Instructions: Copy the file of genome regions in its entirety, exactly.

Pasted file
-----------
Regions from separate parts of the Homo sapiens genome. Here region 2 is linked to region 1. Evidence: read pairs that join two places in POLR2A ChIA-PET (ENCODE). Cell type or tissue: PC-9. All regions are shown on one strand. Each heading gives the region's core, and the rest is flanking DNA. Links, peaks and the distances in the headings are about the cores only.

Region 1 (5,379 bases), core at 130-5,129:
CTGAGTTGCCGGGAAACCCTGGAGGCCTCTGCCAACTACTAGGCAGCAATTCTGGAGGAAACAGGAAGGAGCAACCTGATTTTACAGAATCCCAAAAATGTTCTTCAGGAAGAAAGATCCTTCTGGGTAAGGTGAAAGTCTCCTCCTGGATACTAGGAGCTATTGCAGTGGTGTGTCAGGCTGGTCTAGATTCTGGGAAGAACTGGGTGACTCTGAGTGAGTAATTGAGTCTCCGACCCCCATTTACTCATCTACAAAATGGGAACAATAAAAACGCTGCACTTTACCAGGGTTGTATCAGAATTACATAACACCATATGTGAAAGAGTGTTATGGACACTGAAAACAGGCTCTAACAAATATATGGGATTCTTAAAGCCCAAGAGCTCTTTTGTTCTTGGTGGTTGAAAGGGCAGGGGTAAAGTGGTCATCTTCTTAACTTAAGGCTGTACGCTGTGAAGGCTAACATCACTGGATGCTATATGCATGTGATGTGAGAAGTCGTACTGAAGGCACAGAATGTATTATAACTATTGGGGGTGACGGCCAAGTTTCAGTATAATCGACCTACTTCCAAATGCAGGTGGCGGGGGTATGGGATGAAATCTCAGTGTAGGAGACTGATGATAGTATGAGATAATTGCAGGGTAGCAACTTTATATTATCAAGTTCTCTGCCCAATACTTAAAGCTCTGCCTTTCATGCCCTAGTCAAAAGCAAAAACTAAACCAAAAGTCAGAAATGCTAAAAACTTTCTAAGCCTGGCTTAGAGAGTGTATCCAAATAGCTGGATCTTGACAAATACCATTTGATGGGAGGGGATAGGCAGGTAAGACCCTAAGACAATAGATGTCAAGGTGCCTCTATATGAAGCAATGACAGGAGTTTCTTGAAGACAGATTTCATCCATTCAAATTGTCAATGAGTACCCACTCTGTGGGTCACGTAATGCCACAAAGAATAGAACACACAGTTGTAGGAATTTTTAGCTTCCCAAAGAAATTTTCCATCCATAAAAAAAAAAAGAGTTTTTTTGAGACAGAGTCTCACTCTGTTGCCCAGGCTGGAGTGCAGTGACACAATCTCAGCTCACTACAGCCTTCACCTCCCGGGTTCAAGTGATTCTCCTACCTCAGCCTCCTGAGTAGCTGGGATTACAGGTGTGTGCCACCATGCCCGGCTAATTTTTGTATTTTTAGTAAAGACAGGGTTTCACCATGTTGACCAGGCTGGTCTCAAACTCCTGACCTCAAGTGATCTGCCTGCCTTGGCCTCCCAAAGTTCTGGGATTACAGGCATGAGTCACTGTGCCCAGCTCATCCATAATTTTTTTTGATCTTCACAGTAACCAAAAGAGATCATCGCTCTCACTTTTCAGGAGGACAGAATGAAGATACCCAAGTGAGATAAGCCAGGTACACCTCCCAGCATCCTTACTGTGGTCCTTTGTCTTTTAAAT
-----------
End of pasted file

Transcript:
Regions from separate parts of the Homo sapiens genome. Here region 2 is linked to region 1. Evidence: read pairs that join two places in POLR2A ChIA-PET (ENCODE). Cell type or tissue: PC-9. All regions are shown on one strand. Each heading gives the region's core, and the rest is flanking DNA. Links, peaks and the distances in the headings are about the cores only.

Region 1 (5,379 bases), core at 130-5,129:
CTGAGTTGCCGGGAAACCCTGGAGGCCTCTGCCAACTACTAGGCAGCAATTCTGGAGGAAACAGGAAGGAGCAACCTGATTTTACAGAATCCCAAAAATGTTCTTCAGGAAGAAAGATCCTTCTGGGTAAGGTGAAAGTCTCCTCCTGGATACTAGGAGCTATTGCAGTGGTGTGTCAGGCTGGTCTAGATTCTGGGAAGAACTGGGTGACTCTGAGTGAGTAATTGAGTCTCCGACCCCCATTTACTCATCTACAAAATGGGAACAATAAAAACGCTGCACTTTACCAGGGTTGTATCAGAATTACATAACACCATATGTGAAAGAGTGTTATGGACACTGAAAACAGGCTCTAACAAATATATGGGATTCTTAAAGCCCAAGAGCTCTTTTGTTCTTGGTGGTTGAAAGGGCAGGGGTAAAGTGGTCATCTTCTTAACTTAAGGCTGTACGCTGTGAAGGCTAACATCACTGGATGCTATATGCATGTGATGTGAGAAGTCGTACTGAAGGCACAGAATGTATTATAACTATTGGGGGTGACGGCCAAGTTTCAGTATAATCGACCTACTTCCAAATGCAGGTGGCGGGGGTATGGGATGAAATCTCAGTGTAGGAGACTGATGATAGTATGAGATAATTGCAGGGTAGCAACTTTATATTATCAAGTTCTCTGCCCAATACTTAAAGCTCTGCCTTTCATGCCCTAGTCAAAAGCAAAAACTAAACCAAAAGTCAGAAATGCTAAAAACTTTCTAAGCCTGGCTTAGAGAGTGTATCCAAATAGCTGGATCTTGACAAATACCATTTGATGGGAGGGGATAGGCAGGTAAGACCCTAAGACAATAGATGTCAAGGTGCCTCTATATGAAGCAATGACAGGAGTTTCTTGAAGACAGATTTCATCCATTCAAATTGTCAATGAGTACCCACTCTGTGGGTCACGTAATGCCACAAAGAATAGAACACACAGTTGTAGGAATTTTTAGCTTCCCAAAGAAATTTTCCATCCATAAAAAAAAAAAGAGTTTTTTTGAGACAGAGTCTCACTCTGTTGCCCAGGCTGGAGTGCAGTGACACAATCTCAGCTCACTACAGCCTTCACCTCCCGGGTTCAAGTGATTCTCCTACCTCAGCCTCCTGAGTAGCTGGGATTACAGGTGTGTGCCACCATGCCCGGCTAATTTTTGTATTTTTAGTAAAGACAGGGTTTCACCATGTTGACCAGGCTGGTCTCAAACTCCTGACCTCAAGTGATCTGCCTGCCTTGGCCTCCCAAAGTTCTGGGATTACAGGCATGAGTCACTGTGCCCAGCTCATCCATAATTTTTTTTGATCTTCACAGTAACCAAAAGAGATCATCGCTCTCACTTTTCAGGAGGACAGAATGAAGATACCCAAGTGAGATAAGCCAGGTACACCTCCCAGCATCCTTACTGTGGTCCTTTGTCTTTTAAAT